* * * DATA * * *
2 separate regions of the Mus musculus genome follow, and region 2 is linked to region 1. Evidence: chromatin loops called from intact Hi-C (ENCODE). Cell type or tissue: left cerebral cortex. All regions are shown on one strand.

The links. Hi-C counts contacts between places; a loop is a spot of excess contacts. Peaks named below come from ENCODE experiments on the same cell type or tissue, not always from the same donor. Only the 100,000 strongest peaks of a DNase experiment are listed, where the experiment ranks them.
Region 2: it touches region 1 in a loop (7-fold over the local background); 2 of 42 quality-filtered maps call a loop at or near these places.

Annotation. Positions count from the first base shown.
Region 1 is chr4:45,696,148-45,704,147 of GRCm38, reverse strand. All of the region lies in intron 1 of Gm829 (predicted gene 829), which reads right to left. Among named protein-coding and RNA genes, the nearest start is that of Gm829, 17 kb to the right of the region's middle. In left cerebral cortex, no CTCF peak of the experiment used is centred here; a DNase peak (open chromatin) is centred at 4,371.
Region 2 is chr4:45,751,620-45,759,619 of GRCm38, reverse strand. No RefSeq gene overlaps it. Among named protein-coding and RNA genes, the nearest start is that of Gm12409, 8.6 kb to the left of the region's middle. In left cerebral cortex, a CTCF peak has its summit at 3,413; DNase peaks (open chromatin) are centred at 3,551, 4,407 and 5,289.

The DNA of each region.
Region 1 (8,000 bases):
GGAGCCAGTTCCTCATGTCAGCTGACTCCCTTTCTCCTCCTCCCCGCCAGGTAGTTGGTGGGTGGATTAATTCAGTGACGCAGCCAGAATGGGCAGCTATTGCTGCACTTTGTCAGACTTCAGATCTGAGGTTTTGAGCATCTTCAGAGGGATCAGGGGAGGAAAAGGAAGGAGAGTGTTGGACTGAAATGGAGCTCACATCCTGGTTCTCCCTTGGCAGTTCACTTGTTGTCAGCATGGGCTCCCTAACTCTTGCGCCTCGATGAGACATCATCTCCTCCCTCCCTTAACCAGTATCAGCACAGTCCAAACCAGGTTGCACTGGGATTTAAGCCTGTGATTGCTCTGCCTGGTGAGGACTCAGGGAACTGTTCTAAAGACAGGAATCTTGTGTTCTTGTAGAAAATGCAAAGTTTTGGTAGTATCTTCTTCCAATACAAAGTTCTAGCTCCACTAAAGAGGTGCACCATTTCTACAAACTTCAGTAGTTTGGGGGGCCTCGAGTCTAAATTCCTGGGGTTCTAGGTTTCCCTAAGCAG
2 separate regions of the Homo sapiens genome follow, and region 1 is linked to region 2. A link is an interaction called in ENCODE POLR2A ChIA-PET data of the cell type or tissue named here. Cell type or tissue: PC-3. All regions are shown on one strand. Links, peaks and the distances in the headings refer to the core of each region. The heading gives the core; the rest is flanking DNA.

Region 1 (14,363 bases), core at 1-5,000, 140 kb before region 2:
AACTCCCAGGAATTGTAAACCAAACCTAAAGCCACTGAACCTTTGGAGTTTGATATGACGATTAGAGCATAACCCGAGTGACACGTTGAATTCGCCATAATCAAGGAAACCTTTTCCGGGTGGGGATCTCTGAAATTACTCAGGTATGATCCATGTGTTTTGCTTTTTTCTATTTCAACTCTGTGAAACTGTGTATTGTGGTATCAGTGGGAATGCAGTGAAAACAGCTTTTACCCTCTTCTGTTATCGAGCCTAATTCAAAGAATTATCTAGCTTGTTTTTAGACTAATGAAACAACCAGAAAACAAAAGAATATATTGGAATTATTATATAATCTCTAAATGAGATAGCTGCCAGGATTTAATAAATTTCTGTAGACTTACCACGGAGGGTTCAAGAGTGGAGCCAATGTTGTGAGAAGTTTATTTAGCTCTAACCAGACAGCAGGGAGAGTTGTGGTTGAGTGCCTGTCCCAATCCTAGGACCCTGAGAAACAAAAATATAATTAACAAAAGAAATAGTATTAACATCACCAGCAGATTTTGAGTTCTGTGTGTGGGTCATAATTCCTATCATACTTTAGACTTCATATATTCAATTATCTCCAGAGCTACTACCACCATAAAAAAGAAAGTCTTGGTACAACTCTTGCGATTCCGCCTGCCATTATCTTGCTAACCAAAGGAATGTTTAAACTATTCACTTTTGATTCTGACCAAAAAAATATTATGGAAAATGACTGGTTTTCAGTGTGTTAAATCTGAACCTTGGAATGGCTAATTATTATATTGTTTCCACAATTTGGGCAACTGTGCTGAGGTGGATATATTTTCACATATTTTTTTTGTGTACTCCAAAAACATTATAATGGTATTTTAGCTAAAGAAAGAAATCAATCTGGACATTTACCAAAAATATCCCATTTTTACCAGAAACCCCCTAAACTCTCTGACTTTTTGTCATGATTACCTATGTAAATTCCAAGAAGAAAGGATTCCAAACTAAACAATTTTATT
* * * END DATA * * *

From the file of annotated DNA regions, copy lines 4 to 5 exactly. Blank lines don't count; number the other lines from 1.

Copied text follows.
Annotation. Positions count from the first base shown.
Region 1 is chr4:45,696,148-45,704,147 of GRCm38, reverse strand. All of the region lies in intron 1 of Gm829 (predicted gene 829), which reads right to left. Among named protein-coding and RNA genes, the nearest start is that of Gm829, 17 kb to the right of the region's middle. In left cerebral cortex, no CTCF peak of the experiment used is centred here; a DNase peak (open chromatin) is centred at 4,371.